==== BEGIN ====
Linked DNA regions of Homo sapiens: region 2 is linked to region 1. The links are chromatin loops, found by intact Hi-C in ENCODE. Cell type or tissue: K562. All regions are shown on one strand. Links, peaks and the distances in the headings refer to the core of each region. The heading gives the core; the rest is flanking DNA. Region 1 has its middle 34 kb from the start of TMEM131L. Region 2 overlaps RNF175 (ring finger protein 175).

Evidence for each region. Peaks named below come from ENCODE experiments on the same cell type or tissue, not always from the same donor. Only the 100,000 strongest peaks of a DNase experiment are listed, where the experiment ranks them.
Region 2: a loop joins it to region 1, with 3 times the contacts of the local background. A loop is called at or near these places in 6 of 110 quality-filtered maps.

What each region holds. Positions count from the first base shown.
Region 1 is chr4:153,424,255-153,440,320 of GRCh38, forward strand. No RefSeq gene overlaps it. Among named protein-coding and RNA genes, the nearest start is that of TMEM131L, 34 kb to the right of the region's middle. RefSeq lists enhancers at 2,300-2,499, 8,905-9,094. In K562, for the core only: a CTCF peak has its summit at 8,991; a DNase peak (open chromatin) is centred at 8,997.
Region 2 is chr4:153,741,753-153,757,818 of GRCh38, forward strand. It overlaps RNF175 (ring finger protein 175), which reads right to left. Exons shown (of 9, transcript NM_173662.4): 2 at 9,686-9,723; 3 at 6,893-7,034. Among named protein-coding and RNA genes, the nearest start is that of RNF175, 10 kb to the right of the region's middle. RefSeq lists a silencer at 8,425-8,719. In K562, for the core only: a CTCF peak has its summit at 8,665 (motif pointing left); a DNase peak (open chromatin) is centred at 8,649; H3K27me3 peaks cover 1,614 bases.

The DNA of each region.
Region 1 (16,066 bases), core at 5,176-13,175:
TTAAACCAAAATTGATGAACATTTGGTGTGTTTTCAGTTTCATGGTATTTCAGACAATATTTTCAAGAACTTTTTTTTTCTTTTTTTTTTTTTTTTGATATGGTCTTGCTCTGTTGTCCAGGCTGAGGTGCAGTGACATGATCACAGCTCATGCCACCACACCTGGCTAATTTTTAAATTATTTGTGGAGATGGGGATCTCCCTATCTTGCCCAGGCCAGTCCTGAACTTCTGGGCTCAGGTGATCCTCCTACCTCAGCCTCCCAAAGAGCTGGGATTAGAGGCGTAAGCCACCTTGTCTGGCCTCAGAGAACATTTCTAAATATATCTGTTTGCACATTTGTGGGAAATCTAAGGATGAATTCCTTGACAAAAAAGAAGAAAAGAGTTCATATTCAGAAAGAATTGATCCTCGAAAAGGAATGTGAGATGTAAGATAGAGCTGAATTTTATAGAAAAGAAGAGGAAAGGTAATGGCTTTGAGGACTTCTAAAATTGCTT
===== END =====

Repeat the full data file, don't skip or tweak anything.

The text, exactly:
Linked DNA regions of Homo sapiens: region 2 is linked to region 1. The links are chromatin loops, found by intact Hi-C in ENCODE. Cell type or tissue: K562. All regions are shown on one strand. Links, peaks and the distances in the headings refer to the core of each region. The heading gives the core; the rest is flanking DNA. Region 1 has its middle 34 kb from the start of TMEM131L. Region 2 overlaps RNF175 (ring finger protein 175).

Evidence for each region. Peaks named below come from ENCODE experiments on the same cell type or tissue, not always from the same donor. Only the 100,000 strongest peaks of a DNase experiment are listed, where the experiment ranks them.
Region 2: a loop joins it to region 1, with 3 times the contacts of the local background. A loop is called at or near these places in 6 of 110 quality-filtered maps.

What each region holds. Positions count from the first base shown.
Region 1 is chr4:153,424,255-153,440,320 of GRCh38, forward strand. No RefSeq gene overlaps it. Among named protein-coding and RNA genes, the nearest start is that of TMEM131L, 34 kb to the right of the region's middle. RefSeq lists enhancers at 2,300-2,499, 8,905-9,094. In K562, for the core only: a CTCF peak has its summit at 8,991; a DNase peak (open chromatin) is centred at 8,997.
Region 2 is chr4:153,741,753-153,757,818 of GRCh38, forward strand. It overlaps RNF175 (ring finger protein 175), which reads right to left. Exons shown (of 9, transcript NM_173662.4): 2 at 9,686-9,723; 3 at 6,893-7,034. Among named protein-coding and RNA genes, the nearest start is that of RNF175, 10 kb to the right of the region's middle. RefSeq lists a silencer at 8,425-8,719. In K562, for the core only: a CTCF peak has its summit at 8,665 (motif pointing left); a DNase peak (open chromatin) is centred at 8,649; H3K27me3 peaks cover 1,614 bases.

The DNA of each region.
Region 1 (16,066 bases), core at 5,176-13,175:
TTAAACCAAAATTGATGAACATTTGGTGTGTTTTCAGTTTCATGGTATTTCAGACAATATTTTCAAGAACTTTTTTTTTCTTTTTTTTTTTTTTTTGATATGGTCTTGCTCTGTTGTCCAGGCTGAGGTGCAGTGACATGATCACAGCTCATGCCACCACACCTGGCTAATTTTTAAATTATTTGTGGAGATGGGGATCTCCCTATCTTGCCCAGGCCAGTCCTGAACTTCTGGGCTCAGGTGATCCTCCTACCTCAGCCTCCCAAAGAGCTGGGATTAGAGGCGTAAGCCACCTTGTCTGGCCTCAGAGAACATTTCTAAATATATCTGTTTGCACATTTGTGGGAAATCTAAGGATGAATTCCTTGACAAAAAAGAAGAAAAGAGTTCATATTCAGAAAGAATTGATCCTCGAAAAGGAATGTGAGATGTAAGATAGAGCTGAATTTTATAGAAAAGAAGAGGAAAGGTAATGGCTTTGAGGACTTCTAAAATTGCTT